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Overview of Data Types in Java

Instructor: Alpa Pathak
In the following lesson, we will learn about data types in Java. Data types are containers for the data or information we have to store. We will learn about both primitive and non-primitive data types.

Storing Your Achievements - Introducing Data Types

In this lesson, we will learn about the basic data types in Java. You may be asking yourself, why do we need so many different kinds? Good question! To make it more clear let's take an example.

Over the period of your adult life, you collect various documents, trophies, and medals that you received for the brilliant work you have done. Can you keep them all in Mason jars? No - you will need different types of containers to hold each unique kind of award you earned across your lifespan. For lots of flat certificates, newspaper clippings, and various paper awards, you will need three-ring binders, because there would be too many to put up on a wall. And for all those shiny medals and ribbons you won, an album wouldn't do, would it? So you will need them to be framed up on the wall. Last but not least, for those dazzling trophies, you really need a display case with a glass door (because trophies don't really fit in albums or picture frames, do they?). In the same way, you need different data types to hold different types of data in a logical way. You're in luck - because Java offers eight primitive data types and three non-primitive data types.

Primitive Data Types

Primitive data types are data types that are defined by the language i.e. the compiler knows how to allocate memory for that data type and how to reference them. They also have a default value stored in them. The following are the primitive data types defined by Java.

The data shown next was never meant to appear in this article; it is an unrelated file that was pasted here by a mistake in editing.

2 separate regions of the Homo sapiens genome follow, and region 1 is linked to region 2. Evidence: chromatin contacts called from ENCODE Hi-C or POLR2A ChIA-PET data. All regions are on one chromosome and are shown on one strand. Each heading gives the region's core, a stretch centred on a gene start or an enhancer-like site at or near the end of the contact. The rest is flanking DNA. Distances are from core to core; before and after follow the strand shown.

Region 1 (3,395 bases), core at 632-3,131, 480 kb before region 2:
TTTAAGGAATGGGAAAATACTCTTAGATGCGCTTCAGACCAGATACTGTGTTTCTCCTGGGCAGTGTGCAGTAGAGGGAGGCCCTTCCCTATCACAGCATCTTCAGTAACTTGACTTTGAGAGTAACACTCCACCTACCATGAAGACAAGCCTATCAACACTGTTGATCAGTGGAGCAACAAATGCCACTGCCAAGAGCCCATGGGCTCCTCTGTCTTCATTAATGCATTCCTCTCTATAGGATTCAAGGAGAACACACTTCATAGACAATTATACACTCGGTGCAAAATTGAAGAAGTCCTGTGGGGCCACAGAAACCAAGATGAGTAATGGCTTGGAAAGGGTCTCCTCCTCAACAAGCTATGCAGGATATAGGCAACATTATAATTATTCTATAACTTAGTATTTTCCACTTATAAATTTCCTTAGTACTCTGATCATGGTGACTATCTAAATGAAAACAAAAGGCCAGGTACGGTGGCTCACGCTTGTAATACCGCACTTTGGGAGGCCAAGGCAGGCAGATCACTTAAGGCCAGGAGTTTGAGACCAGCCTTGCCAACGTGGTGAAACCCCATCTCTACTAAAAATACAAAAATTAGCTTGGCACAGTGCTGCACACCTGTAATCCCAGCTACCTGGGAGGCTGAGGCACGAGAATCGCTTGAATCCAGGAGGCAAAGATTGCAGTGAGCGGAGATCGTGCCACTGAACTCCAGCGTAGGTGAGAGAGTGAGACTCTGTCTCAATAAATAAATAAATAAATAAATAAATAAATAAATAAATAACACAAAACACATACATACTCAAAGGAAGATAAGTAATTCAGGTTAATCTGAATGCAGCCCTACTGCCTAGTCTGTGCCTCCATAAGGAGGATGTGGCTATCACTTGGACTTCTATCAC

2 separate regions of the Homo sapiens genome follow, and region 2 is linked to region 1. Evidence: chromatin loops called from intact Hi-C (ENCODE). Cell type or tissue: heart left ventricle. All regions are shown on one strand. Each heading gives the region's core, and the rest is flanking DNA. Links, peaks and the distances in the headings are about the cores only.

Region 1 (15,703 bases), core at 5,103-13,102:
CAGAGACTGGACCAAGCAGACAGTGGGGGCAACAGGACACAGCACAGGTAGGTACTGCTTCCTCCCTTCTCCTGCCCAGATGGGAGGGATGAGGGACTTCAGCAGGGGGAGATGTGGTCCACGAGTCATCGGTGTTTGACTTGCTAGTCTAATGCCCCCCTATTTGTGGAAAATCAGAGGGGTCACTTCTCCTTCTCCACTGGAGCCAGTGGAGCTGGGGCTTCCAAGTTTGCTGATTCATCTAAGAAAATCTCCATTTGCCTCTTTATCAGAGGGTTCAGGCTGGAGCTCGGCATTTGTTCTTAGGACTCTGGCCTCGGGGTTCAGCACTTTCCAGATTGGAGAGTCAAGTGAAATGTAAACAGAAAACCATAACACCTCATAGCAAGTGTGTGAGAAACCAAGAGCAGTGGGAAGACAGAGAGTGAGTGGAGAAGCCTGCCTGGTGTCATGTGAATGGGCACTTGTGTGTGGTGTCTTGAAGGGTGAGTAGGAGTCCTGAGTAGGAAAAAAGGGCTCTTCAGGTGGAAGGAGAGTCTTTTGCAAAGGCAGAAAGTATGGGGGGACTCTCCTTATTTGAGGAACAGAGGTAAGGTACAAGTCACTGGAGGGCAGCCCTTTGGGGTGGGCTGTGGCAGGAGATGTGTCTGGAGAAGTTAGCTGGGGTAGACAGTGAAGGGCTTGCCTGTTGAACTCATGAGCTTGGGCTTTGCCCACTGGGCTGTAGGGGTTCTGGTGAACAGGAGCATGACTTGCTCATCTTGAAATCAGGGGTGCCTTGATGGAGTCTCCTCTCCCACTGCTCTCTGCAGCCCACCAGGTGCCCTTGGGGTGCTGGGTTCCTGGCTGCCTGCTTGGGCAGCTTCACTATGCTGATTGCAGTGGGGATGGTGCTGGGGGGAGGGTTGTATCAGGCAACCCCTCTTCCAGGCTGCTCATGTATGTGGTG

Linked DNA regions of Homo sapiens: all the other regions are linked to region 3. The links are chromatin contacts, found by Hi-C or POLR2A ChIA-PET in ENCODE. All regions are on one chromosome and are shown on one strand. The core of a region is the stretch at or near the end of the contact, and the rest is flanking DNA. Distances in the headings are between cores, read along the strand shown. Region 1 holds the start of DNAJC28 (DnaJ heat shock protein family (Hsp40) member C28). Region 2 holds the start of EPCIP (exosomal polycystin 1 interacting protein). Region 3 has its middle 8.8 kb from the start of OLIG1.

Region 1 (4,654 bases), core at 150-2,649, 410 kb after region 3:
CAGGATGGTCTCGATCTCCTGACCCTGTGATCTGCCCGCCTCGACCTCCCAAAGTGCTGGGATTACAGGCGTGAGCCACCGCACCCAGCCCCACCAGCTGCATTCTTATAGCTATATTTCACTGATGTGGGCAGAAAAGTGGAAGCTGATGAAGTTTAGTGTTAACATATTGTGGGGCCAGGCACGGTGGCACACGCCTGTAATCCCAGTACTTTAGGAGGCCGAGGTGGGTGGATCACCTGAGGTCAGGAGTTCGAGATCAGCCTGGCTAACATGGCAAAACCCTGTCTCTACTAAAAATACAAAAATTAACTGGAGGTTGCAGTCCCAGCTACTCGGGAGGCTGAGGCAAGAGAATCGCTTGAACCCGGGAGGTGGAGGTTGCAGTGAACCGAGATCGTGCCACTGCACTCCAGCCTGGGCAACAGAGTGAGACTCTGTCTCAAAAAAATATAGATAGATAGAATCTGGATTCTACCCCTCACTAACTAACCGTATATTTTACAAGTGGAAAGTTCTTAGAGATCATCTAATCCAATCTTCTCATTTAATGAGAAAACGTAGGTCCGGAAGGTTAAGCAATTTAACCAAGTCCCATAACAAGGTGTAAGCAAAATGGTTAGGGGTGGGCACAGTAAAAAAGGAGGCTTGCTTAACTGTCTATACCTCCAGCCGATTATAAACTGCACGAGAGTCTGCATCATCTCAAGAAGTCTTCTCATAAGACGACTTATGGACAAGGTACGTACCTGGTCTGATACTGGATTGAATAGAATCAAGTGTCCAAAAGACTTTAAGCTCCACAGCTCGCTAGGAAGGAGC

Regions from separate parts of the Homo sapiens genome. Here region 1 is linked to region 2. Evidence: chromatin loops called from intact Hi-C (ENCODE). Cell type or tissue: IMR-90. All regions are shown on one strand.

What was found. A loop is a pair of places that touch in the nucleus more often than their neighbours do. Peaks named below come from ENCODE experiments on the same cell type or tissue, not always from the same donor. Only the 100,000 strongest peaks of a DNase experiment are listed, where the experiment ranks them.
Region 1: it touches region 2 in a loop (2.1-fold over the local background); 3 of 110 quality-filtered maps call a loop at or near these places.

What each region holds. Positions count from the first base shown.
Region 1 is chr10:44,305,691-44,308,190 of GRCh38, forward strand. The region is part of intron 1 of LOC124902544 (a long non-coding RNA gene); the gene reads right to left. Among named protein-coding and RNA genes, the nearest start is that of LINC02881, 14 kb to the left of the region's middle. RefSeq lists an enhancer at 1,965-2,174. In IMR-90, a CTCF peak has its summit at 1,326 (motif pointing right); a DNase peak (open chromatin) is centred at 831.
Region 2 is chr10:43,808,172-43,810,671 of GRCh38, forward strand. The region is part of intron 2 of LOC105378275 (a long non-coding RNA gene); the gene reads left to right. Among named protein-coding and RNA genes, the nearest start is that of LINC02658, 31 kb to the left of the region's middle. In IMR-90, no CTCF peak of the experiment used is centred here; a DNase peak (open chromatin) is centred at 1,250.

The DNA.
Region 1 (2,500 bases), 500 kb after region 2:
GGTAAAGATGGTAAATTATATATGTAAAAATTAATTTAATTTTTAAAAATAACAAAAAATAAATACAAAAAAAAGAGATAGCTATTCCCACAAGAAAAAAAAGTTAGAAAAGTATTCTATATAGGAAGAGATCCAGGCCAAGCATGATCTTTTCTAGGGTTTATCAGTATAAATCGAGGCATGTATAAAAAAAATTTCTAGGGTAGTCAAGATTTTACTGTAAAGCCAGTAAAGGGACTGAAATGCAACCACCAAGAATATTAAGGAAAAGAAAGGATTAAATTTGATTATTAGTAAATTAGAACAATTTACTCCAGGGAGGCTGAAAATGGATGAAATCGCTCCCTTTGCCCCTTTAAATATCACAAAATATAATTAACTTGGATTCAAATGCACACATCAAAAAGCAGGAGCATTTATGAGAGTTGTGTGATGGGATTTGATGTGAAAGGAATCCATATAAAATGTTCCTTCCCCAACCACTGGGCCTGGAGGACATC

• char - this will hold anything that fits in a container that holds 8 bits of information (but needs to be signed)
  • byte - this will hold anything that fits in a container that holds 8 bits of information (and doesn't need to be signed)
  • short - this will hold anything that fits in a container that holds 16 bits of information (but needs to be signed)
  • int - this will hold anything that fits in a container that holds 32 bits of information (but needs to be signed)
  • long - this will hold anything that fits in a container that holds 64 bits of information (but needs to be signed)
  • float- this will hold anything that fits in a container that holds a single-precision 32-bit number
  • double - this will hold anything that fits in a container that holds a double-precision 64-bit number
  • boolean - this will hold only two possible values: true and false. It is used for simple flags. The default value stored is false.

Declaring a primitive data type is easy:


public static void main(String[ ] args) {
  int i;
  char c;
  double d;
}


Non-Primitive Data Type

Non-primitive data types are data types that are not defined by the language, so you (the programmer) have to tell the compiler how to define and reference them. Non-primitive data types are sometimes called 'reference variables', or 'object references', since they reference a memory location, which stores the data. They are not defined by the language, but are instead created by the programmer. The following are the non-primitive data types.

  • class
  • interface
  • array

Let's look at how to define each of these.

Class

The class is a user-defined data type. It is a blue print to create as many objects as you like. A class can have both variables (things that hold data) and functions (operations that do something, also known as methods).

Example:


class accolades{
  char event;
  int year;
  public void addAccolade(char evt, int yr){}
}
  accolades a = new accolades();


In the above example accolades is user-defined class. Its variables are event and year. It has one method called addAccolade().

Class objects can be created using new as shown above.

Interface

An interface is a user-defined data type, just like a class. It also has variables or fields that must be declared both static and final. (they are not instance variables) and functions (also known as object states or methods). But unlike a class, an interface is has an abstract method. We cannot create objects with an interface, but a class can implement the interface and thereby inherit and implement its methods.


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